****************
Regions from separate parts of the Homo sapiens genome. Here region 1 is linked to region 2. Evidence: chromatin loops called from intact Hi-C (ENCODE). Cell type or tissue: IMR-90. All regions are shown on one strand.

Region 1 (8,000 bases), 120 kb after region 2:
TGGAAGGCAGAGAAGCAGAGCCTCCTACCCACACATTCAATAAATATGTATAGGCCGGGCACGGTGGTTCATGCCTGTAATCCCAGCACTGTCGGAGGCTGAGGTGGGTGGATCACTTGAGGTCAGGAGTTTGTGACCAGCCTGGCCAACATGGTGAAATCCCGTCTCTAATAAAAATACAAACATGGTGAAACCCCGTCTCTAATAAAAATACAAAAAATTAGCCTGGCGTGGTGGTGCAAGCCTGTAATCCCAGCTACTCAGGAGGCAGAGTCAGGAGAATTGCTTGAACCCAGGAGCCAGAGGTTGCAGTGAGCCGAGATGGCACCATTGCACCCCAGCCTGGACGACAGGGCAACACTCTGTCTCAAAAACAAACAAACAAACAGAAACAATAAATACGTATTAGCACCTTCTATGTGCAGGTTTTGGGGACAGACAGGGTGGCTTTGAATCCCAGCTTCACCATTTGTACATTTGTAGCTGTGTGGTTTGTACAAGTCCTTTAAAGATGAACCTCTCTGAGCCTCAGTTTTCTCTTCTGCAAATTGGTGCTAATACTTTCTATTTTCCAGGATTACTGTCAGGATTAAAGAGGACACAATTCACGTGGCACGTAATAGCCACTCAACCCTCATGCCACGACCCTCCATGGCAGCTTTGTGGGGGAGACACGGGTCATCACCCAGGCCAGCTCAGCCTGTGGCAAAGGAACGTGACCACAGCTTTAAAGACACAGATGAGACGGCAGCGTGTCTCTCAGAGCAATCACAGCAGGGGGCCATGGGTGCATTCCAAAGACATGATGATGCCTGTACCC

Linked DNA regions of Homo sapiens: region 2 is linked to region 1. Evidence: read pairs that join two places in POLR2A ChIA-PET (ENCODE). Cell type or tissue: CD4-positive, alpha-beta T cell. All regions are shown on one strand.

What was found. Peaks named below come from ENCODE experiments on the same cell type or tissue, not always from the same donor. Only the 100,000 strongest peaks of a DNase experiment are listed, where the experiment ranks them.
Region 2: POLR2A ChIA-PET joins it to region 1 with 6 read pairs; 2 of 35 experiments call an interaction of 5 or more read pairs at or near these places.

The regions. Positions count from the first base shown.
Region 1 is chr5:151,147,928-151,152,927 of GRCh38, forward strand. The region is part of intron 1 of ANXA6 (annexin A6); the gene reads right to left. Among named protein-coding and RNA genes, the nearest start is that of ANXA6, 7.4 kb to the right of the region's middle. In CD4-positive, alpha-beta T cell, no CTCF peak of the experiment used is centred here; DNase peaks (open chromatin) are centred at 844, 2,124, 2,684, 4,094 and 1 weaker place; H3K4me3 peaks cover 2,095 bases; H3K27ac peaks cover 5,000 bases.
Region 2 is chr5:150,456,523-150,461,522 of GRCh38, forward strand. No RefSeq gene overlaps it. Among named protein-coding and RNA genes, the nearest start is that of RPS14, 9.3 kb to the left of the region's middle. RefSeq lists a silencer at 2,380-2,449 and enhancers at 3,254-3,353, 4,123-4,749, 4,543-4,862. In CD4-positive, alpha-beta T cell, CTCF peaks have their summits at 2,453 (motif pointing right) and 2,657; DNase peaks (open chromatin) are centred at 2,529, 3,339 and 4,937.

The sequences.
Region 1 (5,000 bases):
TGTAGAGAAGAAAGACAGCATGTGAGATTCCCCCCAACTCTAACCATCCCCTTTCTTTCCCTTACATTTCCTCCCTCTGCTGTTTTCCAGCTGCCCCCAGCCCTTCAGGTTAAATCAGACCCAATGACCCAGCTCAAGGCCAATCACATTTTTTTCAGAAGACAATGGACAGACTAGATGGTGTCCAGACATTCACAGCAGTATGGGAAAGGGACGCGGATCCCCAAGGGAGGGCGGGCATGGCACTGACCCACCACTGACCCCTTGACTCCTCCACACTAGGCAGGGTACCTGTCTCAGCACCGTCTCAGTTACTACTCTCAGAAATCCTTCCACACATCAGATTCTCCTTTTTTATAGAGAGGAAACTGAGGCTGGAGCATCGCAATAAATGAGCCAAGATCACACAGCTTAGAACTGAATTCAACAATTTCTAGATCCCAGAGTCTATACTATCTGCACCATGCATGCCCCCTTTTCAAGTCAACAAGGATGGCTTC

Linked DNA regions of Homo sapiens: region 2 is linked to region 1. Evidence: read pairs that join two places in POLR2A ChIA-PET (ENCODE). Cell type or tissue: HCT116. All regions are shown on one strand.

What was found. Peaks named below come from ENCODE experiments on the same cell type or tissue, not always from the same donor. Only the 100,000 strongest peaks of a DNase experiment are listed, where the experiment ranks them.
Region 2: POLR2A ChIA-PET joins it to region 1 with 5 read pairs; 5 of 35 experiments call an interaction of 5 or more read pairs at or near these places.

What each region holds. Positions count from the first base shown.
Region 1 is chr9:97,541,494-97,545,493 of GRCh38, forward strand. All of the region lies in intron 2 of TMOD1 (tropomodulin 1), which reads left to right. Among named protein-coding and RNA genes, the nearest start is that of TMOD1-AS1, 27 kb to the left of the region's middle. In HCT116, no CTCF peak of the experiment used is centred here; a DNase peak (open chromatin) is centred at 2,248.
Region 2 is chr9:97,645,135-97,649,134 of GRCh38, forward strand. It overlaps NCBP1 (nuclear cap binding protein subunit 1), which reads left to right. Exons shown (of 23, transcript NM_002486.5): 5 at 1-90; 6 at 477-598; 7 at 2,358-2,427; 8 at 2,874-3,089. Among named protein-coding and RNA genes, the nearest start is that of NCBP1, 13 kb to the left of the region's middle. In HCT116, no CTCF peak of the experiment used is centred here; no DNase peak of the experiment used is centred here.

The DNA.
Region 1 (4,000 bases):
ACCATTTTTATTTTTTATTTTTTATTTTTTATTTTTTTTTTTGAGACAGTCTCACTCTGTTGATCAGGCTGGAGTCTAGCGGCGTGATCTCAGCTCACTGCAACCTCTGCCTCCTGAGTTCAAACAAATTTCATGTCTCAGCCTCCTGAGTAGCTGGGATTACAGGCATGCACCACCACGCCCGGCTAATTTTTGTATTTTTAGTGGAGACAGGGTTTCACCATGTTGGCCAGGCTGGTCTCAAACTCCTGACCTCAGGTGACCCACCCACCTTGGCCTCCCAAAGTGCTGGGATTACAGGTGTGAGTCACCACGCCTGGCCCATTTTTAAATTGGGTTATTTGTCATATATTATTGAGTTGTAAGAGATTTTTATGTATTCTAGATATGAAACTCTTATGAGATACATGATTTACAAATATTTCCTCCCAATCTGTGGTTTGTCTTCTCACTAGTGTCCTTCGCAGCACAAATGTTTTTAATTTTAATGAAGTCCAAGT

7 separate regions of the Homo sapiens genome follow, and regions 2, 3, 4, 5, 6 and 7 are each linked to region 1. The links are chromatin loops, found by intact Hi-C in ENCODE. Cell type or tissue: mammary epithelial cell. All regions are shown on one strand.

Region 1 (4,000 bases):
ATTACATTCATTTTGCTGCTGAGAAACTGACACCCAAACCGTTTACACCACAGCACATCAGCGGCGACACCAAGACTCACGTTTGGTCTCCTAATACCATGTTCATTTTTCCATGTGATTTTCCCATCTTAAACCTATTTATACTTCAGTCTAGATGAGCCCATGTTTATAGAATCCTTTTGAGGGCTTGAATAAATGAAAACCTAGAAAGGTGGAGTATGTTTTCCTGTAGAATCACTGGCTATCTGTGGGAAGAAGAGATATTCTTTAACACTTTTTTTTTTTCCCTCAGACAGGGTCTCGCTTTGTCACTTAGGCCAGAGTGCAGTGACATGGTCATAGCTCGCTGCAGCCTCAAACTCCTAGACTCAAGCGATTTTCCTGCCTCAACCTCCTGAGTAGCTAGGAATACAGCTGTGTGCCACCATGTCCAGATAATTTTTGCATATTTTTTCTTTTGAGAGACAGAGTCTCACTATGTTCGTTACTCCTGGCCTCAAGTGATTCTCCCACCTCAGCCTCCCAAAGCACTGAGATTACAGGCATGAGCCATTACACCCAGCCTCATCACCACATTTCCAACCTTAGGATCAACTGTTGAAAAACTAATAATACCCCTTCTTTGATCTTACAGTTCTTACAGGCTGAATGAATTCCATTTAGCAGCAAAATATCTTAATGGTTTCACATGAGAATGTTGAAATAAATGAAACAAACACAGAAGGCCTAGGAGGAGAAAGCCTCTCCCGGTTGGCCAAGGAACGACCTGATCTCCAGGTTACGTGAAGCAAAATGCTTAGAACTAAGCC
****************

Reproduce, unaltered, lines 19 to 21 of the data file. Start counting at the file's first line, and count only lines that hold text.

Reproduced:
The DNA.
Region 1 (4,000 bases):
ACCATTTTTATTTTTTATTTTTTATTTTTTATTTTTTTTTTTGAGACAGTCTCACTCTGTTGATCAGGCTGGAGTCTAGCGGCGTGATCTCAGCTCACTGCAACCTCTGCCTCCTGAGTTCAAACAAATTTCATGTCTCAGCCTCCTGAGTAGCTGGGATTACAGGCATGCACCACCACGCCCGGCTAATTTTTGTATTTTTAGTGGAGACAGGGTTTCACCATGTTGGCCAGGCTGGTCTCAAACTCCTGACCTCAGGTGACCCACCCACCTTGGCCTCCCAAAGTGCTGGGATTACAGGTGTGAGTCACCACGCCTGGCCCATTTTTAAATTGGGTTATTTGTCATATATTATTGAGTTGTAAGAGATTTTTATGTATTCTAGATATGAAACTCTTATGAGATACATGATTTACAAATATTTCCTCCCAATCTGTGGTTTGTCTTCTCACTAGTGTCCTTCGCAGCACAAATGTTTTTAATTTTAATGAAGTCCAAGT